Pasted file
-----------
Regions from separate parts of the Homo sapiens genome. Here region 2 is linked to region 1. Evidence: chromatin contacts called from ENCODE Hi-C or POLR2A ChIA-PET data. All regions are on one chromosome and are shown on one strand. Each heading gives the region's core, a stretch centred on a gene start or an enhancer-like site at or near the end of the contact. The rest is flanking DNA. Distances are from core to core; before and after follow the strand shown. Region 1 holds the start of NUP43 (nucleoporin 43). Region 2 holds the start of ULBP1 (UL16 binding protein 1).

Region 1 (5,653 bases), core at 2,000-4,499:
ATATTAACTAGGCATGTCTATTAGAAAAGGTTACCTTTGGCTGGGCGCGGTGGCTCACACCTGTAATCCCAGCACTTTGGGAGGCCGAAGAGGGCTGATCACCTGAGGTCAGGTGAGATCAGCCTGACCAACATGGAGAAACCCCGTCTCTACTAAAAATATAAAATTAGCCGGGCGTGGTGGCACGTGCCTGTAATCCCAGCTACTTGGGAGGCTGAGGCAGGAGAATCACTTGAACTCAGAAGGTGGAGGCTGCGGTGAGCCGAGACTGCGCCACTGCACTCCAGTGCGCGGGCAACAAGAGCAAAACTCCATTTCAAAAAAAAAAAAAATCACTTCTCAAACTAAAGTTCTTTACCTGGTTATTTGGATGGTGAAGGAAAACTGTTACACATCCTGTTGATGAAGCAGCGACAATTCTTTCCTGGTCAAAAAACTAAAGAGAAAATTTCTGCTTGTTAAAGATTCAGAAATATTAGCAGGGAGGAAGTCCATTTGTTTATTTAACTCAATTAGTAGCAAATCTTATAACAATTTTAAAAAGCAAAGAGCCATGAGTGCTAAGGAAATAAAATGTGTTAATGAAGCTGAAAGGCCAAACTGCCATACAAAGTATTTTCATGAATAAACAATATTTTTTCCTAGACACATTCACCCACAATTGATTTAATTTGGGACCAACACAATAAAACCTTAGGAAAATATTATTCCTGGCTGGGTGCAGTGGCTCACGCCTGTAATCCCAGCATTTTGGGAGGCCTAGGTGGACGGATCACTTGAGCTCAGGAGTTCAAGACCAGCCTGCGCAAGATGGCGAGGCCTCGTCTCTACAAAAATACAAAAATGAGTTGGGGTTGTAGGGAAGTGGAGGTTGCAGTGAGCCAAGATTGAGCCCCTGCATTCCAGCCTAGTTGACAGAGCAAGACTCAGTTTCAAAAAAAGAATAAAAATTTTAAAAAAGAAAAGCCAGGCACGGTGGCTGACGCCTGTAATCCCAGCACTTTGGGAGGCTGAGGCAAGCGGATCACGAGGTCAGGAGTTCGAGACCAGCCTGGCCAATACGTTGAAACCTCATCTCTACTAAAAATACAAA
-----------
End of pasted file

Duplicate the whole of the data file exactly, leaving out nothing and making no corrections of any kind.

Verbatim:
Regions from separate parts of the Homo sapiens genome. Here region 2 is linked to region 1. Evidence: chromatin contacts called from ENCODE Hi-C or POLR2A ChIA-PET data. All regions are on one chromosome and are shown on one strand. Each heading gives the region's core, a stretch centred on a gene start or an enhancer-like site at or near the end of the contact. The rest is flanking DNA. Distances are from core to core; before and after follow the strand shown. Region 1 holds the start of NUP43 (nucleoporin 43). Region 2 holds the start of ULBP1 (UL16 binding protein 1).

Region 1 (5,653 bases), core at 2,000-4,499:
ATATTAACTAGGCATGTCTATTAGAAAAGGTTACCTTTGGCTGGGCGCGGTGGCTCACACCTGTAATCCCAGCACTTTGGGAGGCCGAAGAGGGCTGATCACCTGAGGTCAGGTGAGATCAGCCTGACCAACATGGAGAAACCCCGTCTCTACTAAAAATATAAAATTAGCCGGGCGTGGTGGCACGTGCCTGTAATCCCAGCTACTTGGGAGGCTGAGGCAGGAGAATCACTTGAACTCAGAAGGTGGAGGCTGCGGTGAGCCGAGACTGCGCCACTGCACTCCAGTGCGCGGGCAACAAGAGCAAAACTCCATTTCAAAAAAAAAAAAAATCACTTCTCAAACTAAAGTTCTTTACCTGGTTATTTGGATGGTGAAGGAAAACTGTTACACATCCTGTTGATGAAGCAGCGACAATTCTTTCCTGGTCAAAAAACTAAAGAGAAAATTTCTGCTTGTTAAAGATTCAGAAATATTAGCAGGGAGGAAGTCCATTTGTTTATTTAACTCAATTAGTAGCAAATCTTATAACAATTTTAAAAAGCAAAGAGCCATGAGTGCTAAGGAAATAAAATGTGTTAATGAAGCTGAAAGGCCAAACTGCCATACAAAGTATTTTCATGAATAAACAATATTTTTTCCTAGACACATTCACCCACAATTGATTTAATTTGGGACCAACACAATAAAACCTTAGGAAAATATTATTCCTGGCTGGGTGCAGTGGCTCACGCCTGTAATCCCAGCATTTTGGGAGGCCTAGGTGGACGGATCACTTGAGCTCAGGAGTTCAAGACCAGCCTGCGCAAGATGGCGAGGCCTCGTCTCTACAAAAATACAAAAATGAGTTGGGGTTGTAGGGAAGTGGAGGTTGCAGTGAGCCAAGATTGAGCCCCTGCATTCCAGCCTAGTTGACAGAGCAAGACTCAGTTTCAAAAAAAGAATAAAAATTTTAAAAAAGAAAAGCCAGGCACGGTGGCTGACGCCTGTAATCCCAGCACTTTGGGAGGCTGAGGCAAGCGGATCACGAGGTCAGGAGTTCGAGACCAGCCTGGCCAATACGTTGAAACCTCATCTCTACTAAAAATACAAA